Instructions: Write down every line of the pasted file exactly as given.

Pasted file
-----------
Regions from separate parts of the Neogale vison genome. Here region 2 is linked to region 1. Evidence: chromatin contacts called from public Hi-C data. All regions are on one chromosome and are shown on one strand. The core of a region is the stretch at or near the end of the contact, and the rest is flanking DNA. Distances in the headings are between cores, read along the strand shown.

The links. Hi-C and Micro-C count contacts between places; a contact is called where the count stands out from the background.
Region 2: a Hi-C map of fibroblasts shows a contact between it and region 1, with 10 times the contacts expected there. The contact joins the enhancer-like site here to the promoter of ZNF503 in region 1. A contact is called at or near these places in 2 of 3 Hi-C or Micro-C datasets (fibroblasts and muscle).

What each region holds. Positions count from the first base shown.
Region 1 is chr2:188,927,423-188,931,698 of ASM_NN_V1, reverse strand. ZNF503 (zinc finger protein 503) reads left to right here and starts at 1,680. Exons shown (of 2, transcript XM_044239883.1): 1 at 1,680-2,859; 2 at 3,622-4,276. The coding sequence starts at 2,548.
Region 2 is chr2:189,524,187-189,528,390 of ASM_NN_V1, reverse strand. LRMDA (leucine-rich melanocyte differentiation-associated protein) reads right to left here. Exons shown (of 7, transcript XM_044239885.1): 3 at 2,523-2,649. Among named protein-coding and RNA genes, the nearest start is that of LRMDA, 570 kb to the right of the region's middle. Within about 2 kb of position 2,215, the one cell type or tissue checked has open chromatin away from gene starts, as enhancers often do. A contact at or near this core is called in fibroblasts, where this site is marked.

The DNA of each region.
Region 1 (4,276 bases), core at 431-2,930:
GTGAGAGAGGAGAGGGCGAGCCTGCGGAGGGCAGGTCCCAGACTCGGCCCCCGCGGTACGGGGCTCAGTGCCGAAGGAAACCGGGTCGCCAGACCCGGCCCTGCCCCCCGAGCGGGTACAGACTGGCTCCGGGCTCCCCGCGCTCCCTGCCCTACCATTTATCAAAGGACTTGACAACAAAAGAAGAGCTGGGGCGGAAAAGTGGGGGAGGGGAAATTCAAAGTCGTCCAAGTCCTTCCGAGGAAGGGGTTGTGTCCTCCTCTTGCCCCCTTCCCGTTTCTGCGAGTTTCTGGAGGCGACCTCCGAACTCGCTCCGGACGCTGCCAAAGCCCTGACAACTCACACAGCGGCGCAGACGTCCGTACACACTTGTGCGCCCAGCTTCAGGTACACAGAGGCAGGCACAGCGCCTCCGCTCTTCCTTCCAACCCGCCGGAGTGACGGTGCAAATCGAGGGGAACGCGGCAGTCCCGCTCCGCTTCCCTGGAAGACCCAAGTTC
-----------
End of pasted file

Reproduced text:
Regions from separate parts of the Neogale vison genome. Here region 2 is linked to region 1. Evidence: chromatin contacts called from public Hi-C data. All regions are on one chromosome and are shown on one strand. The core of a region is the stretch at or near the end of the contact, and the rest is flanking DNA. Distances in the headings are between cores, read along the strand shown.

The links. Hi-C and Micro-C count contacts between places; a contact is called where the count stands out from the background.
Region 2: a Hi-C map of fibroblasts shows a contact between it and region 1, with 10 times the contacts expected there. The contact joins the enhancer-like site here to the promoter of ZNF503 in region 1. A contact is called at or near these places in 2 of 3 Hi-C or Micro-C datasets (fibroblasts and muscle).

What each region holds. Positions count from the first base shown.
Region 1 is chr2:188,927,423-188,931,698 of ASM_NN_V1, reverse strand. ZNF503 (zinc finger protein 503) reads left to right here and starts at 1,680. Exons shown (of 2, transcript XM_044239883.1): 1 at 1,680-2,859; 2 at 3,622-4,276. The coding sequence starts at 2,548.
Region 2 is chr2:189,524,187-189,528,390 of ASM_NN_V1, reverse strand. LRMDA (leucine-rich melanocyte differentiation-associated protein) reads right to left here. Exons shown (of 7, transcript XM_044239885.1): 3 at 2,523-2,649. Among named protein-coding and RNA genes, the nearest start is that of LRMDA, 570 kb to the right of the region's middle. Within about 2 kb of position 2,215, the one cell type or tissue checked has open chromatin away from gene starts, as enhancers often do. A contact at or near this core is called in fibroblasts, where this site is marked.

The DNA of each region.
Region 1 (4,276 bases), core at 431-2,930:
GTGAGAGAGGAGAGGGCGAGCCTGCGGAGGGCAGGTCCCAGACTCGGCCCCCGCGGTACGGGGCTCAGTGCCGAAGGAAACCGGGTCGCCAGACCCGGCCCTGCCCCCCGAGCGGGTACAGACTGGCTCCGGGCTCCCCGCGCTCCCTGCCCTACCATTTATCAAAGGACTTGACAACAAAAGAAGAGCTGGGGCGGAAAAGTGGGGGAGGGGAAATTCAAAGTCGTCCAAGTCCTTCCGAGGAAGGGGTTGTGTCCTCCTCTTGCCCCCTTCCCGTTTCTGCGAGTTTCTGGAGGCGACCTCCGAACTCGCTCCGGACGCTGCCAAAGCCCTGACAACTCACACAGCGGCGCAGACGTCCGTACACACTTGTGCGCCCAGCTTCAGGTACACAGAGGCAGGCACAGCGCCTCCGCTCTTCCTTCCAACCCGCCGGAGTGACGGTGCAAATCGAGGGGAACGCGGCAGTCCCGCTCCGCTTCCCTGGAAGACCCAAGTTC